Jacqui Bauer doesn’t have to wait to see what the impact will be of a bill passed by the Indiana General Assembly this year that reduces incentives for private investment in small solar power generation.
Bauer, sustainability coordinator for the city of Bloomington, said she’s already seen it in responses to Solarize Bloomington, a program offering local residents and businesses an opportunity to install solar systems on their properties at a discounted cost.
She said hundreds of people attended information sessions this year about the program, a collaboration between the city, the Bloomington Commission on Sustainability and the Solar Indiana Renewable Energy Network (SIREN), a solar advocacy organization. A couple of hundred of those people subsequently signed letters of intent to install solar systems.
Then, as Senate Bill 309 advanced through the Legislature, Bauer said there were two reactions: People either tried to have their systems installed as quickly as possible or they held off, uncertain what the legislation would do to the cost calculations they had made about the wisdom of a solar investment.
She expects passage of the bill will create a mini-boom for the solar industry this year, but after that, Bauer isn’t sure what will happen.
SB 309, authored by Sen. Brandt Hershman, R-Buck Creek, could be on the governor’s desk by the end of the week. Environmental groups and solar advocates already have started a telephone and email campaign to encourage Gov. Eric Holcomb to veto the bill, calling it anti-jobs and anti-technology.
The measure makes substantive changes in what is known as net-metering, a program that allows small renewable energy generators to send excess power to the transmission grid of an investor-owned utility in exchange for a credit on energy they take from the grid when power from renewable sources (solar and wind) is not available. Electricity flowing both ways now is credited at the retail rate charged by the utility.
The bill essentially ends net-metering in 2022. After that point, any small power generator that sends power to the grid will be credited at the wholesale rate, plus a 25 percent premium. Existing systems will be grandfathered at the higher retail rate for 30 years; the bill provides a shorter grandfathered period for systems installed after Jan. 1, 2018, and before July 1, 2022.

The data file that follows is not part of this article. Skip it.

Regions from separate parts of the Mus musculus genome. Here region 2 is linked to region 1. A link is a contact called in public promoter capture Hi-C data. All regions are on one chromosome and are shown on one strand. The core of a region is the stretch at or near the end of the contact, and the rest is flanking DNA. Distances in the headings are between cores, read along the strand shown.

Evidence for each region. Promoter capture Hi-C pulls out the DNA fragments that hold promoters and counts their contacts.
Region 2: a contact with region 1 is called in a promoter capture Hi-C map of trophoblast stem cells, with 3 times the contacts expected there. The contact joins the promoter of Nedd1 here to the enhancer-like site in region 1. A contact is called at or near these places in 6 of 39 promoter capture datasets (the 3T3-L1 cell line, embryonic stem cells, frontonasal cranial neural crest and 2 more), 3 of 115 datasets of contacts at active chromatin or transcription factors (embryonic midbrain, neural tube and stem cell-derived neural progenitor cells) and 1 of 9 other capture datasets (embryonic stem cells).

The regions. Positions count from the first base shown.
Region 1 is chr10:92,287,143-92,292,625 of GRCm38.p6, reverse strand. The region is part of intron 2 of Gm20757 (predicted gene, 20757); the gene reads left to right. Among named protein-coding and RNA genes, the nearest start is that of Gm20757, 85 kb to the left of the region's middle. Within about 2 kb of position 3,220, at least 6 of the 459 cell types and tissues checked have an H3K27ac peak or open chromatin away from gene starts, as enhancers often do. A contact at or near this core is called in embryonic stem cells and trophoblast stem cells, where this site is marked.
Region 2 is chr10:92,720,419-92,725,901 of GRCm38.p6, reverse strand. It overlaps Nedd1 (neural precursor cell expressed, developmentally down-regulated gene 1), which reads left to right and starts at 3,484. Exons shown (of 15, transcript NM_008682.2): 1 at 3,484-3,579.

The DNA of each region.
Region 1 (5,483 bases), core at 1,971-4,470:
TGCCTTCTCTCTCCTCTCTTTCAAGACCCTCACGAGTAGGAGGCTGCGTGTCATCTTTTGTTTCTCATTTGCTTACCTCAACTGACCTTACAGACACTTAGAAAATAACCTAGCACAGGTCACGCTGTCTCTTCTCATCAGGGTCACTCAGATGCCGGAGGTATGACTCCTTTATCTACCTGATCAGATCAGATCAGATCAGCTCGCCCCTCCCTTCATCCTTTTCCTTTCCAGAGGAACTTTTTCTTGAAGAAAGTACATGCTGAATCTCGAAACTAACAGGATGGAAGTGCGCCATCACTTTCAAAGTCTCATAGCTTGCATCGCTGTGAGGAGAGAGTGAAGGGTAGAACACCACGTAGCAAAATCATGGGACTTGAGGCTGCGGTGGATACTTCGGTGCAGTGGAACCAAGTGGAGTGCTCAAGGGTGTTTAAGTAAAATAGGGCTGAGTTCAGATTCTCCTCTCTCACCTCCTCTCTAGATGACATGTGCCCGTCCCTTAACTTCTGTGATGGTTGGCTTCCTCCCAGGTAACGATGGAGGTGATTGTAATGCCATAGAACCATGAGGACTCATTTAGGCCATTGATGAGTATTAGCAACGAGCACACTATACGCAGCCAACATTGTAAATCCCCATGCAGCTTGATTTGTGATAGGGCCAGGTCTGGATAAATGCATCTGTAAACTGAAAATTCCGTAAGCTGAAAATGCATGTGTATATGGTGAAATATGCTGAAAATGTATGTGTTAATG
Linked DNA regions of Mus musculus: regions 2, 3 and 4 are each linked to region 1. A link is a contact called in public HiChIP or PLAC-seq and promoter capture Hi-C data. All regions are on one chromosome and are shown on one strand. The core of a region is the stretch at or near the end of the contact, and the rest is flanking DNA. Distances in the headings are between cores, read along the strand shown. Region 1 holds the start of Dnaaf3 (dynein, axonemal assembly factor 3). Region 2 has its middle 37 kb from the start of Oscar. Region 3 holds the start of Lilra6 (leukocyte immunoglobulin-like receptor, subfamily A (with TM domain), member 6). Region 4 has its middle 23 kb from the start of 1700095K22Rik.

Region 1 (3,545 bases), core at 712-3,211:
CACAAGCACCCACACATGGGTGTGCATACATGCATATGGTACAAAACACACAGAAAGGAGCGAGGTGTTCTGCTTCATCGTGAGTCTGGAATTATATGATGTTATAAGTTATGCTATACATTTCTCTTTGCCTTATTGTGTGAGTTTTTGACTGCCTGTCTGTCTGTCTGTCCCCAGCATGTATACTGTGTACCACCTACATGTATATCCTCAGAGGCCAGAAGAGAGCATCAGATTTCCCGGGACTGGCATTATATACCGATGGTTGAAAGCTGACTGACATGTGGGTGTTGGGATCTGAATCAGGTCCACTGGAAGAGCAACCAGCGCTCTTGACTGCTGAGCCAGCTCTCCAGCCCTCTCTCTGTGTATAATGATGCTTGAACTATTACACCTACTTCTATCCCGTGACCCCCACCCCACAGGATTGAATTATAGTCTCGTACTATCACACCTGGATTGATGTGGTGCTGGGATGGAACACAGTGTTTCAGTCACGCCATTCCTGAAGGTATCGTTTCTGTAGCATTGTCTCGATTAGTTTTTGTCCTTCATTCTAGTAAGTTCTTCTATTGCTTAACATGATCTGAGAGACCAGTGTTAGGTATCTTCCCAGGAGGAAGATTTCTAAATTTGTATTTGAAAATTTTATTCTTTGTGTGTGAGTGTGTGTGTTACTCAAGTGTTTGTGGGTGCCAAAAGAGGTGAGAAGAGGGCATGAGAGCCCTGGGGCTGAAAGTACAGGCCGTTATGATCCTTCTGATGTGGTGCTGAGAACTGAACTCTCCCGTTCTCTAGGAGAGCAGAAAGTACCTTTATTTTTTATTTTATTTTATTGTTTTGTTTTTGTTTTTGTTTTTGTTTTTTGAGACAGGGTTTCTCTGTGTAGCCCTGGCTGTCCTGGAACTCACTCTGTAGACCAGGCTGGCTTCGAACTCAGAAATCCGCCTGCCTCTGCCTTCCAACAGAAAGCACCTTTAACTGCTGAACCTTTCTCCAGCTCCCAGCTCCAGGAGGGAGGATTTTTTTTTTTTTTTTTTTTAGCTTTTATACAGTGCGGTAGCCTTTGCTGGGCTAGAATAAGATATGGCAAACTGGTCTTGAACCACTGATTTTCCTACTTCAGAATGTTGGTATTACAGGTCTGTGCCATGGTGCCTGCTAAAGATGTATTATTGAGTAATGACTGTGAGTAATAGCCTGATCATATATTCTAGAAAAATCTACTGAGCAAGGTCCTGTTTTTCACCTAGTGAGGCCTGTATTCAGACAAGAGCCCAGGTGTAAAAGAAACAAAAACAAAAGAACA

The lower the compensation rate, the longer the “pay-back” period to recoup an investment. Bauer said under the current rules, a home solar system has a pay-back period of between 10-15 years. Obviously, the math isn’t going to work as well for homeowners, schools or small commercial installations once SB 309 goes into effect, which will be July 1 if signed by the governor. Hence, the chilling effect on the state’s solar industry that bill opponents fear.
Those opponents have made more convincing arguments to keep net-metering in its current form than supporters — utility companies and their lobbyists — have made to change it. State Rep. Matt Pierce, D-Bloomington, a member of the House Utilities, Energy and Telecommunications Committee, has called the bill “a solution in search of a problem.” We concur and would encourage the governor to take a hard look at all the facts before signing it into law.
One of the documents he should review is the annual net metering summary that the state’s investor-owned utilities are required to file with the Indiana Utility Regulatory Commission. It shows the positive impact that net metering has had in the growth of small, renewable energy systems, particularly solar.
After the Legislature in 2011 expanded net metering to all classes of utility customers, installed solar capacity jumped from less than 1 megawatt to 15.4 megawatts by the end of 2016. There also was significant, though lower growth in small wind generation systems, from less than half a megawatt to 4.4 megawatts. For Duke Energy Indiana, the 2016 report shows total installed capacity in net-metering systems of 9.4 megawatts involving 507 total customers. The bulk of those customers — 412 — were residential, according to the IURC report.
Despite such growth, the overall capacity of net-metered systems is miniscule, compared to the large, investor-owned utilities. The IURC calculates the total installed capacity of net-metered systems at 0.12 percent of the peak summer load of the utility companies. For Duke alone, the percentage was a bit higher, 0.16 percent, but still negligible.
It is hard to believe the state’s utilities are so damaged by such a small number of renewable energy systems plugging into their distribution network that they required relief from the Legislature. SB 309 directs the IURC to examine the rates utilities charge net-metering customers for backup power, as well as pay for the power that flows into the grid from those customers.
If there is an imbalance in the system, it is there the utilities should seek correction, and a future Legislature should take notice of what the commission finds.